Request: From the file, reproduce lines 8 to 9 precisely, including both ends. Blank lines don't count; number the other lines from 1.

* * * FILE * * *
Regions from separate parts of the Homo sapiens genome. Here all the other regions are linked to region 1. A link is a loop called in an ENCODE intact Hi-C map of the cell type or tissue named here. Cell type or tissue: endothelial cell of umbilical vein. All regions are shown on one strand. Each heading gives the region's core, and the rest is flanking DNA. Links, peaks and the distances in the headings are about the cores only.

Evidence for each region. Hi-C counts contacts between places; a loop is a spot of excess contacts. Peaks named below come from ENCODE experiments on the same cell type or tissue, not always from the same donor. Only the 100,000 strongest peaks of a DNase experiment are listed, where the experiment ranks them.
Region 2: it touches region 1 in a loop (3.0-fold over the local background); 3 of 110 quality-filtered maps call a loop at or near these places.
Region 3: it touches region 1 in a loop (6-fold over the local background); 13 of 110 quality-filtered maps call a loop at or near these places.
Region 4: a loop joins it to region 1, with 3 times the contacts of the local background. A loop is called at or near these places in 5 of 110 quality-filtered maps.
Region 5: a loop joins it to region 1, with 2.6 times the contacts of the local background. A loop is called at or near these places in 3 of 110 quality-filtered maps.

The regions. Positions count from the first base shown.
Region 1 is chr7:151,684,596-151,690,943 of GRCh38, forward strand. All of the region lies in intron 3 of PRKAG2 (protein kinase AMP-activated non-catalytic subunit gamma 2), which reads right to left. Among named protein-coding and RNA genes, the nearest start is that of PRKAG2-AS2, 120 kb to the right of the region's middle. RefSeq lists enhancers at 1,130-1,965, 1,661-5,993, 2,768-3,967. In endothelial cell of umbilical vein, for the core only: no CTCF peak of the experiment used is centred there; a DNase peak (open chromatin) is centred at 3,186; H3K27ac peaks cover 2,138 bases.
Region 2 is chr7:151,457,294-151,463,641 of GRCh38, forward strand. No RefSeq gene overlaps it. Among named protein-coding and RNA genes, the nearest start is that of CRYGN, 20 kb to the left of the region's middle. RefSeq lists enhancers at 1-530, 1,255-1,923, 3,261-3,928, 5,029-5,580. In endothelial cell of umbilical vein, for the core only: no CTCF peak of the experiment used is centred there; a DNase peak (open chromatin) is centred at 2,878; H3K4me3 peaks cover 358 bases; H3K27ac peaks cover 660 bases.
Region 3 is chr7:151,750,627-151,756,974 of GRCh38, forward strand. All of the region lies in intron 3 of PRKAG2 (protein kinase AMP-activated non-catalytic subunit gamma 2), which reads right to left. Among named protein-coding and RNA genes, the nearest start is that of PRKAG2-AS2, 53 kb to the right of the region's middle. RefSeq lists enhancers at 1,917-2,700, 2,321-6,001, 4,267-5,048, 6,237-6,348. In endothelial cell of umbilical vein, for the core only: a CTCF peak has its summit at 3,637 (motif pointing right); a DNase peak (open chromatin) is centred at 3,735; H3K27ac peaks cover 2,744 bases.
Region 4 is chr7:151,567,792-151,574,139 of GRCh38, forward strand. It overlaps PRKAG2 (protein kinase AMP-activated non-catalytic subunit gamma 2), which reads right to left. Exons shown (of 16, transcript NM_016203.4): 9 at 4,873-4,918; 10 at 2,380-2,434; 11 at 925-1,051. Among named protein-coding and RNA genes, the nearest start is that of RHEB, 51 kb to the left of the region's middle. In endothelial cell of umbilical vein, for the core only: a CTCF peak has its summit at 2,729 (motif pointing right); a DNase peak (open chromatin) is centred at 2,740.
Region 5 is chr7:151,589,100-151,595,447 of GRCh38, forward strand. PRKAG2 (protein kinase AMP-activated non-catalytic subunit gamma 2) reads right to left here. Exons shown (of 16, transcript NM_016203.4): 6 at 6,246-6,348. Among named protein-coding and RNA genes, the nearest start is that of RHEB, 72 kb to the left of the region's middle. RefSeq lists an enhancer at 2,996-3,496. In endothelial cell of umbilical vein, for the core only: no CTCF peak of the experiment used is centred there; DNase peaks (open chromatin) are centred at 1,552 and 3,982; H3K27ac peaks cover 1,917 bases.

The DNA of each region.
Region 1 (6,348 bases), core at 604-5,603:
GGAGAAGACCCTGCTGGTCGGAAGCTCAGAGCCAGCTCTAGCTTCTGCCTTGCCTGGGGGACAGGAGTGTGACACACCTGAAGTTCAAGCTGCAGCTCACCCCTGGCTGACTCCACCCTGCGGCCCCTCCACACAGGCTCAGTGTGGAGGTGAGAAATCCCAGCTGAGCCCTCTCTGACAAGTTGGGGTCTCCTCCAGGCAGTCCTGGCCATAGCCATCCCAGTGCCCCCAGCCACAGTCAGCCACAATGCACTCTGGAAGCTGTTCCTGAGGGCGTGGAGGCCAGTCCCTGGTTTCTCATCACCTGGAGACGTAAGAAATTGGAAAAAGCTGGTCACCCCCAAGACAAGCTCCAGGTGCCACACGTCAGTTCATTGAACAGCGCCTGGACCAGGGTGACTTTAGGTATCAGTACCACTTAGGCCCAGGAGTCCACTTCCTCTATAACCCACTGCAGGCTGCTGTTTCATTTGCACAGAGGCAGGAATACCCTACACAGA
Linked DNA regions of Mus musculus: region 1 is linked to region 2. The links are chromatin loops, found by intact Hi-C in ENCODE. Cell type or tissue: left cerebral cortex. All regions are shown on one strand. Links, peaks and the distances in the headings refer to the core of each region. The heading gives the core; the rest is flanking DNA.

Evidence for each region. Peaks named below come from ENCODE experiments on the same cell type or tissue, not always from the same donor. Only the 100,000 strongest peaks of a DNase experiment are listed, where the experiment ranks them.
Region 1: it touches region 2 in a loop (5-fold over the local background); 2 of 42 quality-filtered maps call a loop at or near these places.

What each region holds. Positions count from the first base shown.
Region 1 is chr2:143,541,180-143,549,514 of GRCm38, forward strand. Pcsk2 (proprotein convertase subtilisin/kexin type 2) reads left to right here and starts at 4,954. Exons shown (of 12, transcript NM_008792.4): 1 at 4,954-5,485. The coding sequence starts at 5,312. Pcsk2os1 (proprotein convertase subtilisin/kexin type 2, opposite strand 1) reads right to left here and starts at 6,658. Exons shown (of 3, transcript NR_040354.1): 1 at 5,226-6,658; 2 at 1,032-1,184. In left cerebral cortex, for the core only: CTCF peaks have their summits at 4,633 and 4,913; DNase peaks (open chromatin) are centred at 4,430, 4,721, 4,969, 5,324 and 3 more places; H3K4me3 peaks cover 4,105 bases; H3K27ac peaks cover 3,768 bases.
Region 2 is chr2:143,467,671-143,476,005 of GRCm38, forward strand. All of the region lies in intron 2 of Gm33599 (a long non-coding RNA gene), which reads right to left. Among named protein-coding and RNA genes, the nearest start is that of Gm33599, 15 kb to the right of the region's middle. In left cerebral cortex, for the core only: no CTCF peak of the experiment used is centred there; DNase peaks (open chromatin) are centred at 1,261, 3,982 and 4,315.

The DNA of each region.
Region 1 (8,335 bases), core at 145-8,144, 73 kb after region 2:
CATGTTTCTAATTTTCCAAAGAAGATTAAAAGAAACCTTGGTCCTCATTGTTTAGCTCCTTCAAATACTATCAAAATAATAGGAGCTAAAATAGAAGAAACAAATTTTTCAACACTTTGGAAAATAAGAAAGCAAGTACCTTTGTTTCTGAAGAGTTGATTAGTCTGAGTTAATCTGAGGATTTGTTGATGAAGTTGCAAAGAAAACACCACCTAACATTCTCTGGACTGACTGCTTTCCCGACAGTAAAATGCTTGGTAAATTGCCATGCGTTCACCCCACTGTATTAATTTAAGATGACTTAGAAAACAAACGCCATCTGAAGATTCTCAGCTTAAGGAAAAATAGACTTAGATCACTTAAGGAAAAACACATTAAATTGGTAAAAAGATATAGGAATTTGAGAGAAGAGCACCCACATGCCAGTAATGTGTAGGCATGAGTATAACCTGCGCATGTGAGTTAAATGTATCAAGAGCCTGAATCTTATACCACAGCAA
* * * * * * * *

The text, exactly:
Region 1 is chr7:151,684,596-151,690,943 of GRCh38, forward strand. All of the region lies in intron 3 of PRKAG2 (protein kinase AMP-activated non-catalytic subunit gamma 2), which reads right to left. Among named protein-coding and RNA genes, the nearest start is that of PRKAG2-AS2, 120 kb to the right of the region's middle. RefSeq lists enhancers at 1,130-1,965, 1,661-5,993, 2,768-3,967. In endothelial cell of umbilical vein, for the core only: no CTCF peak of the experiment used is centred there; a DNase peak (open chromatin) is centred at 3,186; H3K27ac peaks cover 2,138 bases.
Region 2 is chr7:151,457,294-151,463,641 of GRCh38, forward strand. No RefSeq gene overlaps it. Among named protein-coding and RNA genes, the nearest start is that of CRYGN, 20 kb to the left of the region's middle. RefSeq lists enhancers at 1-530, 1,255-1,923, 3,261-3,928, 5,029-5,580. In endothelial cell of umbilical vein, for the core only: no CTCF peak of the experiment used is centred there; a DNase peak (open chromatin) is centred at 2,878; H3K4me3 peaks cover 358 bases; H3K27ac peaks cover 660 bases.